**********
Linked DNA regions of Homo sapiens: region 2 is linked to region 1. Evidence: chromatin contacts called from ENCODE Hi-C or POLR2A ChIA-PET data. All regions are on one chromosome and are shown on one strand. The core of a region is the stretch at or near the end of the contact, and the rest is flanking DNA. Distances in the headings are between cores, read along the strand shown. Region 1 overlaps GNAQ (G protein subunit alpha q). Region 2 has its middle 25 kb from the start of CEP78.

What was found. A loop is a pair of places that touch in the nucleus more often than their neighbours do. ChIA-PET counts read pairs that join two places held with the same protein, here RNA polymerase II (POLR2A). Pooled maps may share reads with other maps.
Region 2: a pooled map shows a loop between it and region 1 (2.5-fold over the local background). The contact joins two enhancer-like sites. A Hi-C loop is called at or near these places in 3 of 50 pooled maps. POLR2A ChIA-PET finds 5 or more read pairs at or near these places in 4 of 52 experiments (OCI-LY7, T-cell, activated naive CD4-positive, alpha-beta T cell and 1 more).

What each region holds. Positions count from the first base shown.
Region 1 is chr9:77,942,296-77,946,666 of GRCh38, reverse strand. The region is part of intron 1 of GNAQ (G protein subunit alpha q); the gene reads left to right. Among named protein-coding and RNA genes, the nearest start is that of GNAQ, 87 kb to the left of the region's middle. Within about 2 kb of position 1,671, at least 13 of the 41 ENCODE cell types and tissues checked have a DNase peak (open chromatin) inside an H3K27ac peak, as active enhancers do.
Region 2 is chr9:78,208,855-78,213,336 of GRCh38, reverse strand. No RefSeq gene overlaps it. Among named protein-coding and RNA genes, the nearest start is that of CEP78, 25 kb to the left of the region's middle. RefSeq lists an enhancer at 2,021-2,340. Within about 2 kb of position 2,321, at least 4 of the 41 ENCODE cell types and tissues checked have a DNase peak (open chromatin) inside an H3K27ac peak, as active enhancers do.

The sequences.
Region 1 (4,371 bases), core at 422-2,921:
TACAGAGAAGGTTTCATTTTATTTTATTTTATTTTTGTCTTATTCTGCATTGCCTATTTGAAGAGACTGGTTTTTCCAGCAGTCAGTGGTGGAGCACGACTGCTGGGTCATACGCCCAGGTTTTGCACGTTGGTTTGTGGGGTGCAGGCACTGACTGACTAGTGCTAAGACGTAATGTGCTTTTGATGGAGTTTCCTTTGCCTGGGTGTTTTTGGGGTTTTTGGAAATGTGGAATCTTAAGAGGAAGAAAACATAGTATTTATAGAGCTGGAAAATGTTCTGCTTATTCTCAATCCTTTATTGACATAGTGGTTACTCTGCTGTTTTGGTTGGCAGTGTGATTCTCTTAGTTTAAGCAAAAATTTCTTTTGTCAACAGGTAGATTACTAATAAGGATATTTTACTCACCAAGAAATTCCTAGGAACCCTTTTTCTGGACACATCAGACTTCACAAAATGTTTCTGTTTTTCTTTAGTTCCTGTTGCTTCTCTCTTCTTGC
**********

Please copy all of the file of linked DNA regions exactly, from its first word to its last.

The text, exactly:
Linked DNA regions of Homo sapiens: region 2 is linked to region 1. Evidence: chromatin contacts called from ENCODE Hi-C or POLR2A ChIA-PET data. All regions are on one chromosome and are shown on one strand. The core of a region is the stretch at or near the end of the contact, and the rest is flanking DNA. Distances in the headings are between cores, read along the strand shown. Region 1 overlaps GNAQ (G protein subunit alpha q). Region 2 has its middle 25 kb from the start of CEP78.

What was found. A loop is a pair of places that touch in the nucleus more often than their neighbours do. ChIA-PET counts read pairs that join two places held with the same protein, here RNA polymerase II (POLR2A). Pooled maps may share reads with other maps.
Region 2: a pooled map shows a loop between it and region 1 (2.5-fold over the local background). The contact joins two enhancer-like sites. A Hi-C loop is called at or near these places in 3 of 50 pooled maps. POLR2A ChIA-PET finds 5 or more read pairs at or near these places in 4 of 52 experiments (OCI-LY7, T-cell, activated naive CD4-positive, alpha-beta T cell and 1 more).

What each region holds. Positions count from the first base shown.
Region 1 is chr9:77,942,296-77,946,666 of GRCh38, reverse strand. The region is part of intron 1 of GNAQ (G protein subunit alpha q); the gene reads left to right. Among named protein-coding and RNA genes, the nearest start is that of GNAQ, 87 kb to the left of the region's middle. Within about 2 kb of position 1,671, at least 13 of the 41 ENCODE cell types and tissues checked have a DNase peak (open chromatin) inside an H3K27ac peak, as active enhancers do.
Region 2 is chr9:78,208,855-78,213,336 of GRCh38, reverse strand. No RefSeq gene overlaps it. Among named protein-coding and RNA genes, the nearest start is that of CEP78, 25 kb to the left of the region's middle. RefSeq lists an enhancer at 2,021-2,340. Within about 2 kb of position 2,321, at least 4 of the 41 ENCODE cell types and tissues checked have a DNase peak (open chromatin) inside an H3K27ac peak, as active enhancers do.

The sequences.
Region 1 (4,371 bases), core at 422-2,921:
TACAGAGAAGGTTTCATTTTATTTTATTTTATTTTTGTCTTATTCTGCATTGCCTATTTGAAGAGACTGGTTTTTCCAGCAGTCAGTGGTGGAGCACGACTGCTGGGTCATACGCCCAGGTTTTGCACGTTGGTTTGTGGGGTGCAGGCACTGACTGACTAGTGCTAAGACGTAATGTGCTTTTGATGGAGTTTCCTTTGCCTGGGTGTTTTTGGGGTTTTTGGAAATGTGGAATCTTAAGAGGAAGAAAACATAGTATTTATAGAGCTGGAAAATGTTCTGCTTATTCTCAATCCTTTATTGACATAGTGGTTACTCTGCTGTTTTGGTTGGCAGTGTGATTCTCTTAGTTTAAGCAAAAATTTCTTTTGTCAACAGGTAGATTACTAATAAGGATATTTTACTCACCAAGAAATTCCTAGGAACCCTTTTTCTGGACACATCAGACTTCACAAAATGTTTCTGTTTTTCTTTAGTTCCTGTTGCTTCTCTCTTCTTGC